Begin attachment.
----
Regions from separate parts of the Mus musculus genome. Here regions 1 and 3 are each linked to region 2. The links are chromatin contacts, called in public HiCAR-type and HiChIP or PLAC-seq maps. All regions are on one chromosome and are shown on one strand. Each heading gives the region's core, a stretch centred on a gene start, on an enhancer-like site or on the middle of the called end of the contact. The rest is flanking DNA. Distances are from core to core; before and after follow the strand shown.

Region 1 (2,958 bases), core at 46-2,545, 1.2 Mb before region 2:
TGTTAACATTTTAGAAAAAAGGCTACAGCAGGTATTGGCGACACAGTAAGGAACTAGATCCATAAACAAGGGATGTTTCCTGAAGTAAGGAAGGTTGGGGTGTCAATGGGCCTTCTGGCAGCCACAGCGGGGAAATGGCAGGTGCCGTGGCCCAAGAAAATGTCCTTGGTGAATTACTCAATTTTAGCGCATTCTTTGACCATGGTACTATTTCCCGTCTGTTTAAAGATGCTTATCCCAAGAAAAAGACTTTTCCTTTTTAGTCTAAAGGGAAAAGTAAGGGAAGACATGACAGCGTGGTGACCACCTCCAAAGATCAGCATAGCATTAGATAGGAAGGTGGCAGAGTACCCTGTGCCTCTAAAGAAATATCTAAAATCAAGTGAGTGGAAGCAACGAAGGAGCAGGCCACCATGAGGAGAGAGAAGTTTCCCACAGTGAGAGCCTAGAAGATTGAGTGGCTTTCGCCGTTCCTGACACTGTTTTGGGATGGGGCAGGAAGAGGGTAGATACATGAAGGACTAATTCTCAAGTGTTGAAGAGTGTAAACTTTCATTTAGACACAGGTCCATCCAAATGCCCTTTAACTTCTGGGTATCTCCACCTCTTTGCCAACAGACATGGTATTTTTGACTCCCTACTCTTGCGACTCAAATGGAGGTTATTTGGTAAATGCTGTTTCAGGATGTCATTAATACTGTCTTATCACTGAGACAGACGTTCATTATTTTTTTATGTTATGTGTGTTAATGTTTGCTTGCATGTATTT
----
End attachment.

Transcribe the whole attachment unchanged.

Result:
Regions from separate parts of the Mus musculus genome. Here regions 1 and 3 are each linked to region 2. The links are chromatin contacts, called in public HiCAR-type and HiChIP or PLAC-seq maps. All regions are on one chromosome and are shown on one strand. Each heading gives the region's core, a stretch centred on a gene start, on an enhancer-like site or on the middle of the called end of the contact. The rest is flanking DNA. Distances are from core to core; before and after follow the strand shown.

Region 1 (2,958 bases), core at 46-2,545, 1.2 Mb before region 2:
TGTTAACATTTTAGAAAAAAGGCTACAGCAGGTATTGGCGACACAGTAAGGAACTAGATCCATAAACAAGGGATGTTTCCTGAAGTAAGGAAGGTTGGGGTGTCAATGGGCCTTCTGGCAGCCACAGCGGGGAAATGGCAGGTGCCGTGGCCCAAGAAAATGTCCTTGGTGAATTACTCAATTTTAGCGCATTCTTTGACCATGGTACTATTTCCCGTCTGTTTAAAGATGCTTATCCCAAGAAAAAGACTTTTCCTTTTTAGTCTAAAGGGAAAAGTAAGGGAAGACATGACAGCGTGGTGACCACCTCCAAAGATCAGCATAGCATTAGATAGGAAGGTGGCAGAGTACCCTGTGCCTCTAAAGAAATATCTAAAATCAAGTGAGTGGAAGCAACGAAGGAGCAGGCCACCATGAGGAGAGAGAAGTTTCCCACAGTGAGAGCCTAGAAGATTGAGTGGCTTTCGCCGTTCCTGACACTGTTTTGGGATGGGGCAGGAAGAGGGTAGATACATGAAGGACTAATTCTCAAGTGTTGAAGAGTGTAAACTTTCATTTAGACACAGGTCCATCCAAATGCCCTTTAACTTCTGGGTATCTCCACCTCTTTGCCAACAGACATGGTATTTTTGACTCCCTACTCTTGCGACTCAAATGGAGGTTATTTGGTAAATGCTGTTTCAGGATGTCATTAATACTGTCTTATCACTGAGACAGACGTTCATTATTTTTTTATGTTATGTGTGTTAATGTTTGCTTGCATGTATTT